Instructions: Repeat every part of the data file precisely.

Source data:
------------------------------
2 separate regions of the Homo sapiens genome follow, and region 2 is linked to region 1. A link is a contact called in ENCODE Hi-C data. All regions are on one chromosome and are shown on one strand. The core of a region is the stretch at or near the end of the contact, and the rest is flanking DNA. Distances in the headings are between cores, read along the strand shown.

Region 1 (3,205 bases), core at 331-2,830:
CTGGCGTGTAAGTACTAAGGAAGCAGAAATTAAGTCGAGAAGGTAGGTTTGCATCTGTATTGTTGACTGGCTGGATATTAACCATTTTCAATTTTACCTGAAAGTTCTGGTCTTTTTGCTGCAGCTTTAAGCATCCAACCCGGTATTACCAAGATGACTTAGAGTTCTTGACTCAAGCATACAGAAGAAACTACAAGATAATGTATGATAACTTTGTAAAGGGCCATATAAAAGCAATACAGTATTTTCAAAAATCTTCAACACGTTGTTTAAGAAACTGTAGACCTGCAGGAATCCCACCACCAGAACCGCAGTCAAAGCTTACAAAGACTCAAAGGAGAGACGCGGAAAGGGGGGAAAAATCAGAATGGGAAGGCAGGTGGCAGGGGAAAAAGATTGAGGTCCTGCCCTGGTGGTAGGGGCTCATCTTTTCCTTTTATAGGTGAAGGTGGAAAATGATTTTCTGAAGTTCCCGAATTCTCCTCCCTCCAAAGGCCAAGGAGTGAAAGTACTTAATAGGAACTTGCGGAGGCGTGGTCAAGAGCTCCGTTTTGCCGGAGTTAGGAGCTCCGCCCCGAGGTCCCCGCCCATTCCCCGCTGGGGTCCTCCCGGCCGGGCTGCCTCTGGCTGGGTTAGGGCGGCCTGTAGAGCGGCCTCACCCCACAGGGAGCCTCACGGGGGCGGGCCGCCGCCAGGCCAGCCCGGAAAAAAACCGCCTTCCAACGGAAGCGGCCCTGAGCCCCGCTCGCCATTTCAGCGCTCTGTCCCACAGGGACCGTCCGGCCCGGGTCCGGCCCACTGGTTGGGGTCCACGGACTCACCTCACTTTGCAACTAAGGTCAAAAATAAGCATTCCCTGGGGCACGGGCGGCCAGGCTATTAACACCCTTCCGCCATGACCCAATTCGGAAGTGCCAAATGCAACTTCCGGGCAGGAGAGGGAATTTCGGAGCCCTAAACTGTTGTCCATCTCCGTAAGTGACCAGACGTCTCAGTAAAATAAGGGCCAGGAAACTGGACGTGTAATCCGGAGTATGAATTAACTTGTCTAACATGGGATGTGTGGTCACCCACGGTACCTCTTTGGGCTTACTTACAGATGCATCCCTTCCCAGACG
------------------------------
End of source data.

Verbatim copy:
2 separate regions of the Homo sapiens genome follow, and region 2 is linked to region 1. A link is a contact called in ENCODE Hi-C data. All regions are on one chromosome and are shown on one strand. The core of a region is the stretch at or near the end of the contact, and the rest is flanking DNA. Distances in the headings are between cores, read along the strand shown.

Region 1 (3,205 bases), core at 331-2,830:
CTGGCGTGTAAGTACTAAGGAAGCAGAAATTAAGTCGAGAAGGTAGGTTTGCATCTGTATTGTTGACTGGCTGGATATTAACCATTTTCAATTTTACCTGAAAGTTCTGGTCTTTTTGCTGCAGCTTTAAGCATCCAACCCGGTATTACCAAGATGACTTAGAGTTCTTGACTCAAGCATACAGAAGAAACTACAAGATAATGTATGATAACTTTGTAAAGGGCCATATAAAAGCAATACAGTATTTTCAAAAATCTTCAACACGTTGTTTAAGAAACTGTAGACCTGCAGGAATCCCACCACCAGAACCGCAGTCAAAGCTTACAAAGACTCAAAGGAGAGACGCGGAAAGGGGGGAAAAATCAGAATGGGAAGGCAGGTGGCAGGGGAAAAAGATTGAGGTCCTGCCCTGGTGGTAGGGGCTCATCTTTTCCTTTTATAGGTGAAGGTGGAAAATGATTTTCTGAAGTTCCCGAATTCTCCTCCCTCCAAAGGCCAAGGAGTGAAAGTACTTAATAGGAACTTGCGGAGGCGTGGTCAAGAGCTCCGTTTTGCCGGAGTTAGGAGCTCCGCCCCGAGGTCCCCGCCCATTCCCCGCTGGGGTCCTCCCGGCCGGGCTGCCTCTGGCTGGGTTAGGGCGGCCTGTAGAGCGGCCTCACCCCACAGGGAGCCTCACGGGGGCGGGCCGCCGCCAGGCCAGCCCGGAAAAAAACCGCCTTCCAACGGAAGCGGCCCTGAGCCCCGCTCGCCATTTCAGCGCTCTGTCCCACAGGGACCGTCCGGCCCGGGTCCGGCCCACTGGTTGGGGTCCACGGACTCACCTCACTTTGCAACTAAGGTCAAAAATAAGCATTCCCTGGGGCACGGGCGGCCAGGCTATTAACACCCTTCCGCCATGACCCAATTCGGAAGTGCCAAATGCAACTTCCGGGCAGGAGAGGGAATTTCGGAGCCCTAAACTGTTGTCCATCTCCGTAAGTGACCAGACGTCTCAGTAAAATAAGGGCCAGGAAACTGGACGTGTAATCCGGAGTATGAATTAACTTGTCTAACATGGGATGTGTGGTCACCCACGGTACCTCTTTGGGCTTACTTACAGATGCATCCCTTCCCAGACG